There are few model railway plans that can be deemed ‘classic’. One surely must be the late Cyril Freezer’s ‘Minories’ plan. The plan was the result a flash of inspiration whilst waiting for a train, then some doodling to try the recreate the Metropolitan station at Liverpool Street. The classic design that emerged was a three platform terminus. The terminal throat is an interesting pair of crossovers which mean that any movement only involves one reverse curve.
Over the next few days, I would like to post on the ‘Minories’ plan and delve into variations of it. I’ve gathered a number of track layouts from RMWeb posts and other locations – I am not sure of the copyright on some of these, so I ask the owners patience if I post something I shouldn’t.
The original Freezer design was for TT gauge, to make use of the then new Triang ‘Jinty’ and suburban coaches. It was on a pair of folding boards, set in a cutting with retaining walls, like the original Metropolitan line. He later redrew the plan for OO and larger radius points, as shown below. The simplicity, yet charm, of the plan is clear….
Despite the simple track layout, an intense loco hauled commuter service would provide a lot of operating fun, especially with small tank engines and 4- or 6-wheel coaches.
The kick-back siding wasn’t in the original design, and provides additional train storage, or room for a parcels or milk depot. Another of Freezer’s original Minories design had a two road parcels depot to the left of the platforms, linked to the kick-back siding. This would give more entertainment, but makes the layout wider. The narrow boards of the above design makes it look longer than it really is; this illusion is lost with a wider board.
The basic track plan can be modified, but change it too much, it loses some of its original genius. Three bits of plan from RMWeb show some ideas. Add a third running track as below, and you have easier access to platforms 2 & 3. However, I wonder whether loop would be better as second loco spur, or as the parcels depot.
Then it’s possible to add a loop, so that the kick-back doesn’t need a second locomotive to haul the train back out of the station. Perhaps better operationally, but I feel that it does lose a little of its big-city image.
The strength of Minories is using basic pointwork to give a visually interesting and complex station throat. If you like making track, how about the layout below. Note also the addition of the carriage sidings/parcels depot. Somehow this looks better than in the Freezer original, perhaps as the layout itself is longer, so the proportions still look long and thin.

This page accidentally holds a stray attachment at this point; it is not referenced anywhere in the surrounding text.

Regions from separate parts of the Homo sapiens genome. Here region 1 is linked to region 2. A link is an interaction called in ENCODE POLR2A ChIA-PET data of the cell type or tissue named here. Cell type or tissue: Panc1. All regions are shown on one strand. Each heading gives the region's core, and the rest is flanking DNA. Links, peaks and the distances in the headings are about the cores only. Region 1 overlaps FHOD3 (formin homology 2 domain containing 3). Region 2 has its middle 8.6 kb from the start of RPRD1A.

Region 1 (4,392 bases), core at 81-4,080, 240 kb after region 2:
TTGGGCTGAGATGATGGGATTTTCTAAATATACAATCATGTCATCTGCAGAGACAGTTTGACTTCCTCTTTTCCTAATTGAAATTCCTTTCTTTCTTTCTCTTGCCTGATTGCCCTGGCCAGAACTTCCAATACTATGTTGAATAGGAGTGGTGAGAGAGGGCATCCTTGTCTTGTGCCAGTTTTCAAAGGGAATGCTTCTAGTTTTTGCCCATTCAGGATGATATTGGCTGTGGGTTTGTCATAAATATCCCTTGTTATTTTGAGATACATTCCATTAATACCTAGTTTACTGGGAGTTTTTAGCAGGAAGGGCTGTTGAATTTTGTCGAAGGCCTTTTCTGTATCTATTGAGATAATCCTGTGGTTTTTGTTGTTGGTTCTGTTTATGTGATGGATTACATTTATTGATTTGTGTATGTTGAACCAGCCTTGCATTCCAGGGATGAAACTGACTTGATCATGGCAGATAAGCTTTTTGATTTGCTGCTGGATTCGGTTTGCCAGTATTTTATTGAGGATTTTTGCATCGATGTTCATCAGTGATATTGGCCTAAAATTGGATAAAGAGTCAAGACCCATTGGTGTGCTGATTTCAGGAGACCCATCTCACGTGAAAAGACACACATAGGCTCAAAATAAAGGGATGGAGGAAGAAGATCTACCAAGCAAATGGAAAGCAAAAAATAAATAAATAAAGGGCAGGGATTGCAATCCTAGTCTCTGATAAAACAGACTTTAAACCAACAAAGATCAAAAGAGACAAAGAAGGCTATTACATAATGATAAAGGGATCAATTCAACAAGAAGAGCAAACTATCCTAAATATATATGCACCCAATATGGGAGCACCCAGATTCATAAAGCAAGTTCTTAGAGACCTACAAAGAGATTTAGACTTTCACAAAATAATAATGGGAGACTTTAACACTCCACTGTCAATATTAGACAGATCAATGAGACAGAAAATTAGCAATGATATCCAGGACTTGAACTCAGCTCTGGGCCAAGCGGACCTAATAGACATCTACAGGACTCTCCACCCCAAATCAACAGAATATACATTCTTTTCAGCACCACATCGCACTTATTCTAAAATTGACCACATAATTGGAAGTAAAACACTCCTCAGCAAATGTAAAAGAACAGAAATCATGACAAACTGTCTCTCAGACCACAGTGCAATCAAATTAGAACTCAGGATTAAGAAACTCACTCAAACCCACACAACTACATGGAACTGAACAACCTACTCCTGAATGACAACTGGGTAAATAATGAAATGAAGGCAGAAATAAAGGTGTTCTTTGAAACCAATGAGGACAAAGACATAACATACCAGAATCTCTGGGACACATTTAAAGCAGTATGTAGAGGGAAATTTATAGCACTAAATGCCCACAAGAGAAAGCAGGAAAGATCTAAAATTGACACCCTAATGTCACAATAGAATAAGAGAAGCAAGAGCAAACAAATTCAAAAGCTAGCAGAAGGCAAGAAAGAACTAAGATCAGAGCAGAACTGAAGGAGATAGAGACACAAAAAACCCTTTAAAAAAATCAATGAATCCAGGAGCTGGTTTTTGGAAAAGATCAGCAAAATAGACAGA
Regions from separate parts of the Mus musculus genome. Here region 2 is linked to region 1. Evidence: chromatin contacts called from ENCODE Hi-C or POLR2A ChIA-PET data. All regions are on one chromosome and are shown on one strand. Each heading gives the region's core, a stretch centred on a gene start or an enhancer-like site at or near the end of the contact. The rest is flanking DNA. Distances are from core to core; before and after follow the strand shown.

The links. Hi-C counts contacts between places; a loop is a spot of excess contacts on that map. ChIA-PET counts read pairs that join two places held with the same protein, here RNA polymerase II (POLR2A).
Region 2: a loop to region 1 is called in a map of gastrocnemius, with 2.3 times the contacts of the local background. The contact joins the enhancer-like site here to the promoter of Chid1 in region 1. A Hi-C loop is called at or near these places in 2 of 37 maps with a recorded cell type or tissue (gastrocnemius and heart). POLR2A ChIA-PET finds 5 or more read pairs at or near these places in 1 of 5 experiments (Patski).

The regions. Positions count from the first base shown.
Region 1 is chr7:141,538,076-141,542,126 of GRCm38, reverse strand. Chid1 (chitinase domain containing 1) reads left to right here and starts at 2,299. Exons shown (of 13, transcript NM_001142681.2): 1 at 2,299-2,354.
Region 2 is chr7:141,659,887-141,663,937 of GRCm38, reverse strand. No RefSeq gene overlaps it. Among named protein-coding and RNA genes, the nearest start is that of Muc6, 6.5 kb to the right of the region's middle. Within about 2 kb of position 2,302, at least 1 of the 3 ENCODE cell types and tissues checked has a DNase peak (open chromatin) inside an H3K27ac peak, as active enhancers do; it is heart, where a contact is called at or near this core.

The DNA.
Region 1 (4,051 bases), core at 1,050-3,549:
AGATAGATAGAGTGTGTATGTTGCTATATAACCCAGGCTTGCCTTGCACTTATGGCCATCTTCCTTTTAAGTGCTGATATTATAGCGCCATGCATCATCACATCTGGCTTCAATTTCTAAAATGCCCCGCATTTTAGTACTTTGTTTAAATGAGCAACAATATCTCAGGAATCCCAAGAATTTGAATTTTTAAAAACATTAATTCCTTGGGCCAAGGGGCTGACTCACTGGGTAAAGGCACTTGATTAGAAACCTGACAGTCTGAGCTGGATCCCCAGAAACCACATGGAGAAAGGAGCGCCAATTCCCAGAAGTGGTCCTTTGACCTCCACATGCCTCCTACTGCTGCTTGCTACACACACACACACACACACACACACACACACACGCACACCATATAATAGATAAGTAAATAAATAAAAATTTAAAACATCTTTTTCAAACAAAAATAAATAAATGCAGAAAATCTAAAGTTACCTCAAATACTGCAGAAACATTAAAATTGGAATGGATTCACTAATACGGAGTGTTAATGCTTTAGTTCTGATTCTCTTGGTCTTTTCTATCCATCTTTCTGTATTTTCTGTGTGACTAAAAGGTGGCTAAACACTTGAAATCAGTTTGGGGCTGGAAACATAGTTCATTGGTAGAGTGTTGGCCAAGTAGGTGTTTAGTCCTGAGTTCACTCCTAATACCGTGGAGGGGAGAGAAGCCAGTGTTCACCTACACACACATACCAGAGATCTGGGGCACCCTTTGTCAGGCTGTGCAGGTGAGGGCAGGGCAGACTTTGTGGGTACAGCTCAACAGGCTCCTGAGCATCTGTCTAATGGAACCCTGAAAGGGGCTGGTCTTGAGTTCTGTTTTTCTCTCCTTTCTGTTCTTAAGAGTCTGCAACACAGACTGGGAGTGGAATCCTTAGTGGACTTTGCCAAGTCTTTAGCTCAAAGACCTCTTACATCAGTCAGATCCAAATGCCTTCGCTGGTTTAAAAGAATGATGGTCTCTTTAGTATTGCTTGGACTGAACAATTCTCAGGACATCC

For comparison, here’s the layout of Marylebone, the Great Central Railway’s London terminus. If you simplify the four-track approach, it’s almost a Minories – even down to the milk dock next to the platforms.
And this is the kernel of a Minories/Marylebone plan with large radius pointwork. A neat way of getting four platforms, but I miss the loco spur.
Finally today, I’ll give links to a couple of classic Minories layouts. To mark the 50th anniversary of the design, in 2007 a group of MRC members looking for a new project thought they would try to recreate the plan closely as possible but to aim for a high standard using modern modelling techniques. Built in EM gauge, the layout is a little larger than the Freezer original, to allow for the larger radius points needed in 18mm gauge. The site is here. The layout:
Our layout is built in EM gauge, and our main compromise has been to slightly lengthen the points to give slightly more generous curves making the scenic area about a foot longer and 2″ wider than Cyril envisaged. This allows loco + 4 coach trains – a small reduction from the real thing. Whilst the over-bridges are ideal scenic breaks and joint-coverers, we have avoided the middle hinge device to allow for a deeper back scene, more accurate alignment and to make the boards more manoeuvrable. The baseboards are mainly plywood with some softwood to strengthen the corners. There is a 6-road traverser fiddle yard built from heavy duty filing cabinet sliders and more ply, which allows for a wide variety of trains. Operation is conventional DC control with Kaydee buckeye couplings.
The second version comes from Australia, and can be found on Gav’s Workbench, Gavin Thrum’s site. It also appeared in the Railway Modeller in 2015. Whilst the MRC got rid of the hinged joints, Gav has hinged the fiddle yard to make the layout a single, foldable, unit. It’s a very fine variation on the classic Minories design. I note that in order to maximise the length of the fiddle yard roads, the station throat tracks are bi-directional. An acceptable ruse to save space, and I doubt whether you notice when operating.
Next time, I’ll post on some variations to the basic Minories theme.